Today is blog action day on the subject of poverty -- a day where bloggers dedicate their real estate to the subject. I just read two really moving blogs by colleagues Dave and Gina who grew up experiencing poverty. These are brilliant, accomplished people -- so much so that this is something you would have never have known. I adore that they shared their stories. I have no story that compares. I grew up rich.
Not in a wealthy sort of rich way, but rich with love and the messy fabric of life bringing challenge and joy to me daily.
So today, I want to send a big "thank you" to the Universe for blessing me so.
I'm the youngest of 4 children. My dad grew up rich in the wealth sense. My mom grew up as the oldest of 5 kids with parents who experienced boom and bust (my grandfather was a stock broker turned jukebox repairman due to the depression).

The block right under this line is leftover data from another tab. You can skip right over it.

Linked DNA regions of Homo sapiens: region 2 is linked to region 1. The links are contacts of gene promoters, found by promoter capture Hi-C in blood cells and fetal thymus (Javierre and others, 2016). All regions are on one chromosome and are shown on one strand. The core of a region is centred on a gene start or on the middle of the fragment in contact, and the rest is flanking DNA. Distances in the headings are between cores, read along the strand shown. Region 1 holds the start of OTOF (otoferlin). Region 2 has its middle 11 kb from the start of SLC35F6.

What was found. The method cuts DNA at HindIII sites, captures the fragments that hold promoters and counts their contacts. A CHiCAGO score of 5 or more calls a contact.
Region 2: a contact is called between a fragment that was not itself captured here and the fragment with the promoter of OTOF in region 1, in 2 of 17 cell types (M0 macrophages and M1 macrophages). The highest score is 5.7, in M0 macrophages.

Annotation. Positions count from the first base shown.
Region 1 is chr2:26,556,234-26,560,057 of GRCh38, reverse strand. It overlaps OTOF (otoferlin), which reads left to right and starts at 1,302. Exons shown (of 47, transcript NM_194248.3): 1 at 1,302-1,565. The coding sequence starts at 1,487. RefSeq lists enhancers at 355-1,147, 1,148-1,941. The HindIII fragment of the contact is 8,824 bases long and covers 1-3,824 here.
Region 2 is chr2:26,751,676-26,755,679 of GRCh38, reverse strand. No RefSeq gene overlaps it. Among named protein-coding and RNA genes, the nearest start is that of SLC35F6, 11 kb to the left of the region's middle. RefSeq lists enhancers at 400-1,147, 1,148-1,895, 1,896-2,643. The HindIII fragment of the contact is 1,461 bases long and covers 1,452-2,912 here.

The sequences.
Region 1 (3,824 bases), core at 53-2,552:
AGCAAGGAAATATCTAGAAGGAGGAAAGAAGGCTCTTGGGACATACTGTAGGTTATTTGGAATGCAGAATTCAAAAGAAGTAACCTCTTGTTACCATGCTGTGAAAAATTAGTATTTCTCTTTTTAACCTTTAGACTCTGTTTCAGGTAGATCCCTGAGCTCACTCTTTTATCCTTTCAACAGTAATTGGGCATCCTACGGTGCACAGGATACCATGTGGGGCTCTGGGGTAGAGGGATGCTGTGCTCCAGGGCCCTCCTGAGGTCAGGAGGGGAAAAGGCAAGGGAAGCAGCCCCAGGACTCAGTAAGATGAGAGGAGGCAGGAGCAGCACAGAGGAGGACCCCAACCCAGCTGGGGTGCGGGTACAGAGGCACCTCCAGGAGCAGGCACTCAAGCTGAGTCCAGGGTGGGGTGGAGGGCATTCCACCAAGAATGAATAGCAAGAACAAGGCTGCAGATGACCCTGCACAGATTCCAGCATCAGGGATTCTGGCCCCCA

Each of us 4 Benjamin kids were born about 18 months apart. My dad was an insurance sales manager until a merger happened and he found himself out of a job, with a new big mortgage, in a new town, and a wife who had been raising babies for the past 6 years. He was, and still is, the uber optimist. It was mom's idea to sell the wedding silver and her diamond ring and figure a way to get back to work. I was about 3 at the time.
I remember her being a substitute teacher -- at times in an inner city school -- and being a clerk at a book shop. She took the bus to the city and or walked the 4 miles to the town school. She never once complained. She learned to include us all in what had to be done. It was my job, once I turned about 8, to put in the potatoes every night an hour before dinner time. Then, put the frozen mixed veggies on the stove and the meat in the oven -- timed just right so we could all eat together every night. It was my sister's job to clean the house. My brothers' job to put out the trash. We all did our own laundry since the day we could turn the knobs. We cleaned our own rooms, and made our own money to buy our clothes, our friends birthday gifts and everything else that wasn't food.